Why did I require cash? Too many stories of bogus cashier's checks that the bank can't even recognize are phony until three weeks after the fact. That, plus too many stories of buyers and/or PayPal themselves doing questionable crap and taking back payment. Due to the distance between the buyer and myself, cash, IMO, was the only secure method. Count the cash, sign over the title, wham-bam-done.

$6K, as in this case, is not common, but it's not unreasonable, either.
 

radcen

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I don't have time read the whole article now and the excerpt isn't enough info, .....

BUT.....

the decision to put the kids into foster care should be based on the best interests of the kids and no other factor, except for lack of better options.
If they truly believed the kids were being abused and/or neglected, wouldn't they have just filed the charges? Wouldn't the money be secondary to that? One would think.

But no, instead, they are ok with sending the kids on down the road to continue to be abused/neglected in exchange for cash.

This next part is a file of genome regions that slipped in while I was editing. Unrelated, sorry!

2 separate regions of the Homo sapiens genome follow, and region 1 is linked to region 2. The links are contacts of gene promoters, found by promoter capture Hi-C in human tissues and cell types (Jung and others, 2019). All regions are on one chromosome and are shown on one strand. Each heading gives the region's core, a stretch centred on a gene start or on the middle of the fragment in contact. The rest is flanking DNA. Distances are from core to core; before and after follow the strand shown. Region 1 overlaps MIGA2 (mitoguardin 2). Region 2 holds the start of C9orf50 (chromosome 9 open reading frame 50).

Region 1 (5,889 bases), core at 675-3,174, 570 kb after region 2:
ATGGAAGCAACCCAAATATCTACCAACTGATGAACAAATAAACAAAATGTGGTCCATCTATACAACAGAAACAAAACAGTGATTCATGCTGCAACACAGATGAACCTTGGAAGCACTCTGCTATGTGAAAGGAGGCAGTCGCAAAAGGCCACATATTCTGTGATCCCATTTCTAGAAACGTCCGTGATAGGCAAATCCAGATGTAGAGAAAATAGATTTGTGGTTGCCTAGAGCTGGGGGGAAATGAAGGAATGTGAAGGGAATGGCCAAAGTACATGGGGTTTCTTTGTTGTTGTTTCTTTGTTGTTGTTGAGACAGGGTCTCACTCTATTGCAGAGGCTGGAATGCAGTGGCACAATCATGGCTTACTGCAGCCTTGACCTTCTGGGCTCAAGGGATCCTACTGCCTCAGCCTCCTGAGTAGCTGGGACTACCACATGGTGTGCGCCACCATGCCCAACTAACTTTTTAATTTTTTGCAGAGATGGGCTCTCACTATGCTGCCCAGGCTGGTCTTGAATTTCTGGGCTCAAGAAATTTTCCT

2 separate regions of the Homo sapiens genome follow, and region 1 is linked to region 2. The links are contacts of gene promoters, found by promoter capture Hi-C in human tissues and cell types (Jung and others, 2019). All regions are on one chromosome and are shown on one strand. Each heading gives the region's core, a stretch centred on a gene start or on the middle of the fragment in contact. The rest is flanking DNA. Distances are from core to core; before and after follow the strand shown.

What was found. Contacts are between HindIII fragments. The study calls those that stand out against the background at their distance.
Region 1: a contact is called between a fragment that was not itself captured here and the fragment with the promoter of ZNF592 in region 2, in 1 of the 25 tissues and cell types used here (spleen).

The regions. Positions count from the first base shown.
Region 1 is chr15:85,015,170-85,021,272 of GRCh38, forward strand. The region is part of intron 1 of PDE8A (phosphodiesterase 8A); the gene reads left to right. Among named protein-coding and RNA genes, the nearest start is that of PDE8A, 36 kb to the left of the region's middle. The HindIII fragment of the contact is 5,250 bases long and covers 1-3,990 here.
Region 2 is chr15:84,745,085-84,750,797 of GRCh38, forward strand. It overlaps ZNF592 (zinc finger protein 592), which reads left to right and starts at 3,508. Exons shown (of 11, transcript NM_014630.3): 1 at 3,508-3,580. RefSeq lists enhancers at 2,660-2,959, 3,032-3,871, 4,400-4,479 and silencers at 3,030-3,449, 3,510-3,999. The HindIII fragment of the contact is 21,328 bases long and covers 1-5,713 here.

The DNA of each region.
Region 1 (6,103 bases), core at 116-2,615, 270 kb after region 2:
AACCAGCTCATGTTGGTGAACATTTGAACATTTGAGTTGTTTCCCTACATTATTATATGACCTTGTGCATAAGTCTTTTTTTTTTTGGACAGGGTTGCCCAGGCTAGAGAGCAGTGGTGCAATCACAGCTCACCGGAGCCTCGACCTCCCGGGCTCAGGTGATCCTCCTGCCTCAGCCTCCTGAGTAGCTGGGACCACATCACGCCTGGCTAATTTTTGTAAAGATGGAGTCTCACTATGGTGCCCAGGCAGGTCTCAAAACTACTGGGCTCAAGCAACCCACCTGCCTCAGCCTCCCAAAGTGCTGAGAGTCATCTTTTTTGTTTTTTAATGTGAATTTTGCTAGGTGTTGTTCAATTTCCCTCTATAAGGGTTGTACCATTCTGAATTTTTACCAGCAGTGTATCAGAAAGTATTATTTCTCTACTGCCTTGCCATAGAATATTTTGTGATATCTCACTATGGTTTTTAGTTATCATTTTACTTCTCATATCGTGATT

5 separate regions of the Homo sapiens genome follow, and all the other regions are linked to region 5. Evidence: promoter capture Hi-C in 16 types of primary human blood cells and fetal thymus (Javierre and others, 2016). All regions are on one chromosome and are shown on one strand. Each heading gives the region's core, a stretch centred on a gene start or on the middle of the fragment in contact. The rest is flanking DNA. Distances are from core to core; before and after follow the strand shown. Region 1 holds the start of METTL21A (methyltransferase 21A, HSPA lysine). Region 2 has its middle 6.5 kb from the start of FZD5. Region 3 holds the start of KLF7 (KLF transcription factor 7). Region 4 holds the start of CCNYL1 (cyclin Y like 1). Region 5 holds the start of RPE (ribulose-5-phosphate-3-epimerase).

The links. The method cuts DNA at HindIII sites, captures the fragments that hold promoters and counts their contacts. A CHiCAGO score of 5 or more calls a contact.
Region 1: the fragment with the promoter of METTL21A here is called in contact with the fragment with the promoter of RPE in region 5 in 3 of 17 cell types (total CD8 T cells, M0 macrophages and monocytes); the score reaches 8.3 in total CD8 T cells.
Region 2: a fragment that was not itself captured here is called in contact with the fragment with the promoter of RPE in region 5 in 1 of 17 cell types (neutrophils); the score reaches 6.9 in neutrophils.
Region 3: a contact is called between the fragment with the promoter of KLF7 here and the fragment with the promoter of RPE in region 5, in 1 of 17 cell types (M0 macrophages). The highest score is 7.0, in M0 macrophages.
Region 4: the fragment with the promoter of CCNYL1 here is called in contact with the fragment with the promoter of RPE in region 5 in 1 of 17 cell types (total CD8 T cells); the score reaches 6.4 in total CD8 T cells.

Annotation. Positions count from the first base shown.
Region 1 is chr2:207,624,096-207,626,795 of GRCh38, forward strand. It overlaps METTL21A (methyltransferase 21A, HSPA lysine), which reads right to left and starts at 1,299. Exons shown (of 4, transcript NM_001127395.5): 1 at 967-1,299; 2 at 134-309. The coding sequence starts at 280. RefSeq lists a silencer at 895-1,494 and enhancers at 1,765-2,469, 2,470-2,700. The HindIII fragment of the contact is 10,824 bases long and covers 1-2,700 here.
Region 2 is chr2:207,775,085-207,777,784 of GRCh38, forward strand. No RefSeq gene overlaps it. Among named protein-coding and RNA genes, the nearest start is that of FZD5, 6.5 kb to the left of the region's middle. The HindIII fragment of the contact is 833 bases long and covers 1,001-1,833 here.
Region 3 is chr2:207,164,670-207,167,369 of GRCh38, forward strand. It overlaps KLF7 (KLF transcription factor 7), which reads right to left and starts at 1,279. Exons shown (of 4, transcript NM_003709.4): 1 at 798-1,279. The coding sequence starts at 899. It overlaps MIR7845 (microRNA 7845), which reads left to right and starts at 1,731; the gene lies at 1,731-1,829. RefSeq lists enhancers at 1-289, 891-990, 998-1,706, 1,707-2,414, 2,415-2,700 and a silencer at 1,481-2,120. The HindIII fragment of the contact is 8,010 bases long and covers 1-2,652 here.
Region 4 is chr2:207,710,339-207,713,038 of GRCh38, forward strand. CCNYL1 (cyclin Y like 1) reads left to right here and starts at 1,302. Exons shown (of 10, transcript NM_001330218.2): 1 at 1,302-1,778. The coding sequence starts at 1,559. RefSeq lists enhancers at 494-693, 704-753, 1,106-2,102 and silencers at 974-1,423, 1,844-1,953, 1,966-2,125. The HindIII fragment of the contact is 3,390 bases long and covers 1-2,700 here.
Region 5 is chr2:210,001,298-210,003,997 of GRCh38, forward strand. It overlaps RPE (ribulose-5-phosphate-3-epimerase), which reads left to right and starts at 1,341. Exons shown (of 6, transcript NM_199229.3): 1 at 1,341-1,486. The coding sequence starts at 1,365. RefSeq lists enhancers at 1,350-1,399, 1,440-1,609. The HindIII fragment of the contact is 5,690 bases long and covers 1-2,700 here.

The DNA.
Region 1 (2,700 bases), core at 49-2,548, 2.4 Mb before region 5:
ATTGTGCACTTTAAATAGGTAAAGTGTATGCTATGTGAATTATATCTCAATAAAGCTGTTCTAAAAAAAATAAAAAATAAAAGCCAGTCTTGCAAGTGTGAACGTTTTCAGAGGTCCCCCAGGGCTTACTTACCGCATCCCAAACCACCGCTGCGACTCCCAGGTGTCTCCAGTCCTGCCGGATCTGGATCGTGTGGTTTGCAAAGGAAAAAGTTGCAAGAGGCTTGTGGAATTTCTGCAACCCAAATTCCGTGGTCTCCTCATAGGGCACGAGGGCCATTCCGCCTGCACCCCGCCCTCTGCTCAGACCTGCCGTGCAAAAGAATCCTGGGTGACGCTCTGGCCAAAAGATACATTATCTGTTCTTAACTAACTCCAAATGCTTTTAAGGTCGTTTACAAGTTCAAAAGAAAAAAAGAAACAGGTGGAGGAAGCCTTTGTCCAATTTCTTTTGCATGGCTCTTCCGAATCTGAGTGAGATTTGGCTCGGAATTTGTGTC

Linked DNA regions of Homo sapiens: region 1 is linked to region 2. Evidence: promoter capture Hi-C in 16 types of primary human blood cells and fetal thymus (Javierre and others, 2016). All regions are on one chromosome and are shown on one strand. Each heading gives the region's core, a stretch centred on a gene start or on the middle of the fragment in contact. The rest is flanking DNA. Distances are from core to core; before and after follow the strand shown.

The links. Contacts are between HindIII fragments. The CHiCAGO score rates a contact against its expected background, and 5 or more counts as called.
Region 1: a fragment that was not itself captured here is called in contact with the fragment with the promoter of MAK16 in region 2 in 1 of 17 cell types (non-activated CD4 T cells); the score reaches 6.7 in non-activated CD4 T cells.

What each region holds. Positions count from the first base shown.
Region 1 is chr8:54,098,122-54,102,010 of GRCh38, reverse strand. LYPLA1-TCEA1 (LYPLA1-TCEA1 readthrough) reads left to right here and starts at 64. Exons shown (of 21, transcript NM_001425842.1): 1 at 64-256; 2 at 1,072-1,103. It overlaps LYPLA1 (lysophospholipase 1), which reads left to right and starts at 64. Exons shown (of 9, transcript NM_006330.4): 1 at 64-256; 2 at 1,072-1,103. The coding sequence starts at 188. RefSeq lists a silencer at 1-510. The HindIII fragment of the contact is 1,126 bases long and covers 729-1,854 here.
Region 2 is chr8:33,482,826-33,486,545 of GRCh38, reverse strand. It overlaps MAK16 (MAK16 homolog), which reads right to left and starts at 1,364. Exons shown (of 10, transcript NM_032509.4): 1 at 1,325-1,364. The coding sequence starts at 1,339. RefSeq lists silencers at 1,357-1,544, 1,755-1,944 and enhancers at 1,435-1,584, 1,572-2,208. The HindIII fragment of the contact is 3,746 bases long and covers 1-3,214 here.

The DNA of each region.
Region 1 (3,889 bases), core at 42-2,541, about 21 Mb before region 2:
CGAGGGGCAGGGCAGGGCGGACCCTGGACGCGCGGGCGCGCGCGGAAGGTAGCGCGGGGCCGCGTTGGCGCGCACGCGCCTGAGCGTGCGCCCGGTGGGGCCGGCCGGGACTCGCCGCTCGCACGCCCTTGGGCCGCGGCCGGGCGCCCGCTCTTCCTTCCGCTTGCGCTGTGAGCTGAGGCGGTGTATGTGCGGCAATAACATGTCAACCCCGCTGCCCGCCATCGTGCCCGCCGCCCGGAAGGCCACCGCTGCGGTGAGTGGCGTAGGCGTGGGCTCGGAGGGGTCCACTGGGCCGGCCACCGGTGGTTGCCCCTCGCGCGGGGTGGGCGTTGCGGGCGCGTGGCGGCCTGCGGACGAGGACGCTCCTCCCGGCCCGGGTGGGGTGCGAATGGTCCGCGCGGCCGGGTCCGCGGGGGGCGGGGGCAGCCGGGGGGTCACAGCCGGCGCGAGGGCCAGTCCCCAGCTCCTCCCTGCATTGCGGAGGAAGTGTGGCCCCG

I oppose asset seizure without a conviction, but it can be legitimate as part of a plea bargain.
I'm accepting of it in a criminal court and with a criminal conviction.

Part of a plea bargain as part of a conviction is acceptable. Instead of a conviction or even an official charge is, well... extortion.
 

CalGun

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No doubt - as noted the article suggests they are innocent victims and as I've said if they are this innocent I suspect a law firm will gladly take their case on a contingency and put Linden (was that the town) under a microscope they dont' want to be under. My guess is the city attorney will look at these "innocent" people and suggest a simple and fast settlement for the "officers and prosecutors" errors.